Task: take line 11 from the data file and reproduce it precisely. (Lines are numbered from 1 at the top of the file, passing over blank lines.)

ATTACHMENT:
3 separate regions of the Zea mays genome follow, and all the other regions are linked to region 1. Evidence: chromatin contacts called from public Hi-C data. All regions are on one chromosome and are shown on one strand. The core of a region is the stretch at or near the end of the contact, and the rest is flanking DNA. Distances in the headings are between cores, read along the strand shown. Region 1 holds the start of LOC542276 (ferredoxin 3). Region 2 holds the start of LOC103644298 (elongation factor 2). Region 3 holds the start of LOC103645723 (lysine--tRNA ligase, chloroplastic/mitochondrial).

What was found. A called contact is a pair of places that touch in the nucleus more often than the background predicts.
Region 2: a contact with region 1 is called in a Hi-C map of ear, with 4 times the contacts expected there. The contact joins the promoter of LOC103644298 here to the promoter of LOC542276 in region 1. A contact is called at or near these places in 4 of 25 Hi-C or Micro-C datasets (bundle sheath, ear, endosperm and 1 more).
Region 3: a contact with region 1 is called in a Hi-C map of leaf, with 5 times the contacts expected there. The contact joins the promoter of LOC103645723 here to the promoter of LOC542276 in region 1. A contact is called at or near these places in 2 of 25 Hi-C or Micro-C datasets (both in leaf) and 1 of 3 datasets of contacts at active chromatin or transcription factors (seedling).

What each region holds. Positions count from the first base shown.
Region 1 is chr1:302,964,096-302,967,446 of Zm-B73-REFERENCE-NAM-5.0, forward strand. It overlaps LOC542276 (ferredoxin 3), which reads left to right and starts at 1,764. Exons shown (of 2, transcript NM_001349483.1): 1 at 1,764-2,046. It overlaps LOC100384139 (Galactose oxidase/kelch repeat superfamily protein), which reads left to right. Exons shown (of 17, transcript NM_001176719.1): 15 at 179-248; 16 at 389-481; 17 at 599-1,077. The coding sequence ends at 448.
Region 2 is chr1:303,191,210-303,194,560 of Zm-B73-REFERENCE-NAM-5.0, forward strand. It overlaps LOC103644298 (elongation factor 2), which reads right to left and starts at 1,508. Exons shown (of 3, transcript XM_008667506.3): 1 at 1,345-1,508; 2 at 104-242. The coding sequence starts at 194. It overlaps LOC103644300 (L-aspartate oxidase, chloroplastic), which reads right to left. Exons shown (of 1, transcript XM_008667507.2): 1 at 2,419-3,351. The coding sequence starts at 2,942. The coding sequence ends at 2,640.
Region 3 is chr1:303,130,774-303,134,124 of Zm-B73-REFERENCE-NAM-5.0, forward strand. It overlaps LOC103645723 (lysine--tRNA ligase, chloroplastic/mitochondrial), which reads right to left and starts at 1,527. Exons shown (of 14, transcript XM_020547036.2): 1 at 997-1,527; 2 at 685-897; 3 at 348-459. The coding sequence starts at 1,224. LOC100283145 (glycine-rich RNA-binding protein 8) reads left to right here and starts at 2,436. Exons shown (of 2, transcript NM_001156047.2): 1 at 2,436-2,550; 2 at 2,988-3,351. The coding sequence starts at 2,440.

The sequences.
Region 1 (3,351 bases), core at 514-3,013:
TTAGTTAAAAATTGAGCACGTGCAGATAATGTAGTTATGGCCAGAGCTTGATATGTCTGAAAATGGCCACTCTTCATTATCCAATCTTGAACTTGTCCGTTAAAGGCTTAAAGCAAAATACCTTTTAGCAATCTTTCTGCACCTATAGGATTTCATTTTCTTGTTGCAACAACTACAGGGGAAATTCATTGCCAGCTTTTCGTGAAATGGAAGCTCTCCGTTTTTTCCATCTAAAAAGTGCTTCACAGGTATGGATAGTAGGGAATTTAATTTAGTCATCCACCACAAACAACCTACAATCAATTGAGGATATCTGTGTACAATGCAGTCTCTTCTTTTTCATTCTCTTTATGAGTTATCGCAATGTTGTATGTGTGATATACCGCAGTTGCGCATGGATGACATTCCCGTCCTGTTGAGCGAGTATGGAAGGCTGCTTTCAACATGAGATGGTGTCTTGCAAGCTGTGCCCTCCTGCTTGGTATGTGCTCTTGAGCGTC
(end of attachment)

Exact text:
TTAGTTAAAAATTGAGCACGTGCAGATAATGTAGTTATGGCCAGAGCTTGATATGTCTGAAAATGGCCACTCTTCATTATCCAATCTTGAACTTGTCCGTTAAAGGCTTAAAGCAAAATACCTTTTAGCAATCTTTCTGCACCTATAGGATTTCATTTTCTTGTTGCAACAACTACAGGGGAAATTCATTGCCAGCTTTTCGTGAAATGGAAGCTCTCCGTTTTTTCCATCTAAAAAGTGCTTCACAGGTATGGATAGTAGGGAATTTAATTTAGTCATCCACCACAAACAACCTACAATCAATTGAGGATATCTGTGTACAATGCAGTCTCTTCTTTTTCATTCTCTTTATGAGTTATCGCAATGTTGTATGTGTGATATACCGCAGTTGCGCATGGATGACATTCCCGTCCTGTTGAGCGAGTATGGAAGGCTGCTTTCAACATGAGATGGTGTCTTGCAAGCTGTGCCCTCCTGCTTGGTATGTGCTCTTGAGCGTC